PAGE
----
She is a little street vendor who put up shop next to the entrance of the church with the long name.
A few weeks ago, I returned to Kinshasa. An assignment at the Catholic University there. I had longed to be back in Central Africa where, as a teacher, I had shared part of my life with nuns, priests and prostitutes. That was thirty-five years ago. Friends warned me: things had continued to disintegrate. I would find more lewdness, filth, perils. The population had tripled. Kinshasa, they said, had become an immense garbage belt upon which eight million people tried to survive.
I also wondered about the pioneering Mormon presence in Congo’s capital. I looked forward to attending Church in one of the new wards.
The plane landed after dark. Sister Leonie, a black nun of the congregation of Sainte Marie de Matadi, drove me to the suburb of Limete, where I would stay in the compound of the Catholic Radio Station. The ten mile ride along the boulevard Lumumba, once a desolate road I had taken many times, now fiercely exhibited Kinshasa’s expansion. As our minivan sped with the intense traffic flow through the night, we passed thousands of people packing the broad and jagged sidewalks of the boulevard, walking, talking, selling, buying, begging, mile after mile. Shadows in colorful pagnes, crossing the four lane road amidst the six lane traffic, kept popping up in the headlights of the vehicles — at least of those that still had headlights — and managed to elude collisions like toreadors the bulls. Honking bulls spewing black clouds of fumes.
- Masina, Sister Leonie said. It’s grown a lot since you were here. Very much peopled.
The crowds, convening on the boulevard’s sidewalks from miles of dark slums beyond, were moving in the glow of erratic streetlamps and shimmering oil lanterns, against the backdrop of sheds, minuscule stores, crude cafe terraces with an occasional flickering neon, unfinished houses looking ruinous, teeny markets, junk shops, crumbling factory walls with barbed wire on top, ramshackle bars with blaring loudspeakers. As we passed those bars, wafts of cadenced music pierced through the minivan and left as quickly. The odor of scorched earth and smoldering trash. My eyes got moist. I did not have to wait for daylight to recapture Kinshasa’s spirit. It was still here, that unexplainable harmonious anarchy, relentlessly exorcising despair and reconstructing life. It was still there, that self-confident, sensual music which, in the midst of misery, testified of an impudent verve against fate. I felt home.
She is a little street vendor sitting next to the entrance of the church with the long name. Her miniature merchandise is displayed on a tattered board, two feet by one, precariously resting on a cardboard box. She organized it in tidy rows: a dozen suckers of dubious color, roasted nuts in teeny-weeny heaps, chewing gums sold a piece, and, as surprising feature of the day, a number of small, Swiss cheese-spread triangles in their silver wrapping. Who knows how long past expiration date, and in Kinshasa’s heat!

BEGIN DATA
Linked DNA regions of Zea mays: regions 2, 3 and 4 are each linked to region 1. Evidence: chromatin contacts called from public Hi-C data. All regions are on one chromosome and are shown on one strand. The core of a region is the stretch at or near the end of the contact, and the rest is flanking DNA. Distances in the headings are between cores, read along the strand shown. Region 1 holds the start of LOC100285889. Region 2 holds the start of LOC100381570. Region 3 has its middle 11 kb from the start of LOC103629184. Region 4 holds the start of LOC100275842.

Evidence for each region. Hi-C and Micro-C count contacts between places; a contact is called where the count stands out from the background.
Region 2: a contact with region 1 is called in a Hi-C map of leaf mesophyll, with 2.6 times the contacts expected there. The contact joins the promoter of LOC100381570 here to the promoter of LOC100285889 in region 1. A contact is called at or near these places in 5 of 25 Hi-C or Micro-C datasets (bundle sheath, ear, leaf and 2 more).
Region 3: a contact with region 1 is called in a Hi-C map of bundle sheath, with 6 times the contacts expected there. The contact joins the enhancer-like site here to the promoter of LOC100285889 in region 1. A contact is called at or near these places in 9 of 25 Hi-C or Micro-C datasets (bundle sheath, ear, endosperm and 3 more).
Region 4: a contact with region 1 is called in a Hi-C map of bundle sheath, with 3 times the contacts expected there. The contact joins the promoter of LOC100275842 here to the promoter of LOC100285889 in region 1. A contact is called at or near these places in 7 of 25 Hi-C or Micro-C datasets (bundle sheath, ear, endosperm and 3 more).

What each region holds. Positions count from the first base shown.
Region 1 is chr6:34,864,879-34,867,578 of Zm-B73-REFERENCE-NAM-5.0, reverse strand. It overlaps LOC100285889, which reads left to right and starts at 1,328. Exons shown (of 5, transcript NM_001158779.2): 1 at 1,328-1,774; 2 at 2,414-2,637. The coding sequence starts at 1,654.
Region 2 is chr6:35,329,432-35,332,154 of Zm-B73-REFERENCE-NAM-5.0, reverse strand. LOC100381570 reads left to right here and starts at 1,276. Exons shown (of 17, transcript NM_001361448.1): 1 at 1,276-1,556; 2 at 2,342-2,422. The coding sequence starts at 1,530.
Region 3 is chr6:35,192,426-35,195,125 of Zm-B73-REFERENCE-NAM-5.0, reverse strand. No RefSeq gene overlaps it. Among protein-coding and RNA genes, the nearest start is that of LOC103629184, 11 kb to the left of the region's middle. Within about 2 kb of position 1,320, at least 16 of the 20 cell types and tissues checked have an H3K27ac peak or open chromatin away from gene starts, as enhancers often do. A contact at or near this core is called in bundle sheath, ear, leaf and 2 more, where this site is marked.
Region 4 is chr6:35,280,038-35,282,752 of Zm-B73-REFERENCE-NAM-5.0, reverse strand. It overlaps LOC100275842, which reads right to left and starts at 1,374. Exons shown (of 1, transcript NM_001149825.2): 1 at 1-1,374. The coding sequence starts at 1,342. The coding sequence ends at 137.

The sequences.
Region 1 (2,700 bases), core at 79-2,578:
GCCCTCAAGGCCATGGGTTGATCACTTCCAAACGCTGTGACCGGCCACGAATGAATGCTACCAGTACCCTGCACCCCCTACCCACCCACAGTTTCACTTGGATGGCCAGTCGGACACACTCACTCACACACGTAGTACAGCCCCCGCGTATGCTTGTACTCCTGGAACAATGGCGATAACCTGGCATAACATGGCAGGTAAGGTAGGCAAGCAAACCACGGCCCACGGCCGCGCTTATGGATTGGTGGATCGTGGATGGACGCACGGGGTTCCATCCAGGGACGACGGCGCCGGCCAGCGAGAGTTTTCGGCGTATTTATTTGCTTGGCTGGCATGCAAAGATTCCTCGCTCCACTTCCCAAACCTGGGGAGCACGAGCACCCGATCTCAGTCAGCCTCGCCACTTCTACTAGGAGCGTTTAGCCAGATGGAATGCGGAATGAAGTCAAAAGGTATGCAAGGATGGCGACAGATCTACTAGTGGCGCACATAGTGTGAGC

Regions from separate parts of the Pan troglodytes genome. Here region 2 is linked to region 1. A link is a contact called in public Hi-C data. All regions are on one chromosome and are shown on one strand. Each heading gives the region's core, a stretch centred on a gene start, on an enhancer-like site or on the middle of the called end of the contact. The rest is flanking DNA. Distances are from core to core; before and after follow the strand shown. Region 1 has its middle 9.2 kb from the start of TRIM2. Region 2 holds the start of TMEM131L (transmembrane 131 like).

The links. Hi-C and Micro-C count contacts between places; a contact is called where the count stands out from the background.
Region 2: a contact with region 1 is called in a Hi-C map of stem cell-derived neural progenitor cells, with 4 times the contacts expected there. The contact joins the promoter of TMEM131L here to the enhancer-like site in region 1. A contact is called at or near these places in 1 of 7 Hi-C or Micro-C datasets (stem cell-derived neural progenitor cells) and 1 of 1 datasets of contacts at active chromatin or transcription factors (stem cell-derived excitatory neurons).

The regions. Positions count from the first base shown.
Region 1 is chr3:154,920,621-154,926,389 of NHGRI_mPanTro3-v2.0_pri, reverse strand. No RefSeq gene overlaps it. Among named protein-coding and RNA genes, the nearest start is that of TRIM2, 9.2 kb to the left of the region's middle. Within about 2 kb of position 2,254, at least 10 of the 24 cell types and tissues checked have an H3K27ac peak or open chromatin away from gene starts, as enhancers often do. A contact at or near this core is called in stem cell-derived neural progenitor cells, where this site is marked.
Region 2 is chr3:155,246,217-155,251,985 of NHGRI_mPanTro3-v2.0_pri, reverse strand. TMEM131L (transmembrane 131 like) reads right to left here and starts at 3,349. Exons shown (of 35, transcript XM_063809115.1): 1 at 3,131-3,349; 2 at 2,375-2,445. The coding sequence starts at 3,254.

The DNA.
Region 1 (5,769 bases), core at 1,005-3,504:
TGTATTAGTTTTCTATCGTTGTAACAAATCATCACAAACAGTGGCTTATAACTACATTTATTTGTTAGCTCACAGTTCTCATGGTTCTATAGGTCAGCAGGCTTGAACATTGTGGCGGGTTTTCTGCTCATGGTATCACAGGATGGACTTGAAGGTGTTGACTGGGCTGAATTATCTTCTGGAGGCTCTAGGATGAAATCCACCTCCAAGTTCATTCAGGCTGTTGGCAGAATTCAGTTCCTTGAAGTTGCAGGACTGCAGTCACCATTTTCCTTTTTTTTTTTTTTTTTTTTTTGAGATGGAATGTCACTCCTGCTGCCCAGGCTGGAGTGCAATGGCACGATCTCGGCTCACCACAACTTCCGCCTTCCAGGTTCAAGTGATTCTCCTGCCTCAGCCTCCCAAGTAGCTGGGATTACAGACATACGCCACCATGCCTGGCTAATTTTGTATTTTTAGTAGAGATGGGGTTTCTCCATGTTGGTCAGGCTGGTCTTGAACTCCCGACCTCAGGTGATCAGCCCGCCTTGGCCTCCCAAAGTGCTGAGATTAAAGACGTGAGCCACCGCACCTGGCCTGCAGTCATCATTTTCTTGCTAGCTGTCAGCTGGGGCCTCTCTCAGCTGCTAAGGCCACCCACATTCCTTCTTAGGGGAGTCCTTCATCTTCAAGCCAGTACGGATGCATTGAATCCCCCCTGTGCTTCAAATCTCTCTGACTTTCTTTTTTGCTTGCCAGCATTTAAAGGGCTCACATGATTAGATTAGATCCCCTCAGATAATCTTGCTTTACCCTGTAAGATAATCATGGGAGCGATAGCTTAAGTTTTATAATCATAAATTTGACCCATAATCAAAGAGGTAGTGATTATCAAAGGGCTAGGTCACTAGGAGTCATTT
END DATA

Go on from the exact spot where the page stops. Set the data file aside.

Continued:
They call it the informal economy, an immense network of vendors and revendors, partitioning the goods over ever smaller sizes, down to the tiniest display in some rutted alley, down to a child or a decrepit oldie waiting, hour after hour, for a business deal of a few cents. Upon that partition, and the proportional gains on sales, millions depend for their survival. In this world of tens of thousands of street vendors, scattered along miles of decaying sidewalks, our girl at the church entrance is a particle, an infinitesimal cog trying to be indispensable in the machinery of subsistence.
She is around nine, perhaps ten. As I slow down walking towards the gate, her timid smile to the white mundele I am speaks of innocence. My years of experience teaching in a suburban girls’ school in Kinshasa allow me to deduce details of her life. Her dress is just a piece of cloth hanging over skinny shoulders. Worn out from beat washing on stones, worn out by the wear of sisters before her, the pattern and colors have wilted. But it is clean. The fraying edges have been sewn. She is no thrown out street child, not one of those thousands in rags and dirtiness, thugs and victims at the same time, abused by police and military, vulnerable to assault and rape as they hide at night in gutters and corners.
- Mbote. Ndenge nini? I greet her with hello and how are you.
From my Lingala, grey suit and age she must infer I am some missionary priest who has served for decades in Congo. The whiteness of her teeth spreads over her face.
- Malamu, mon père, melesi.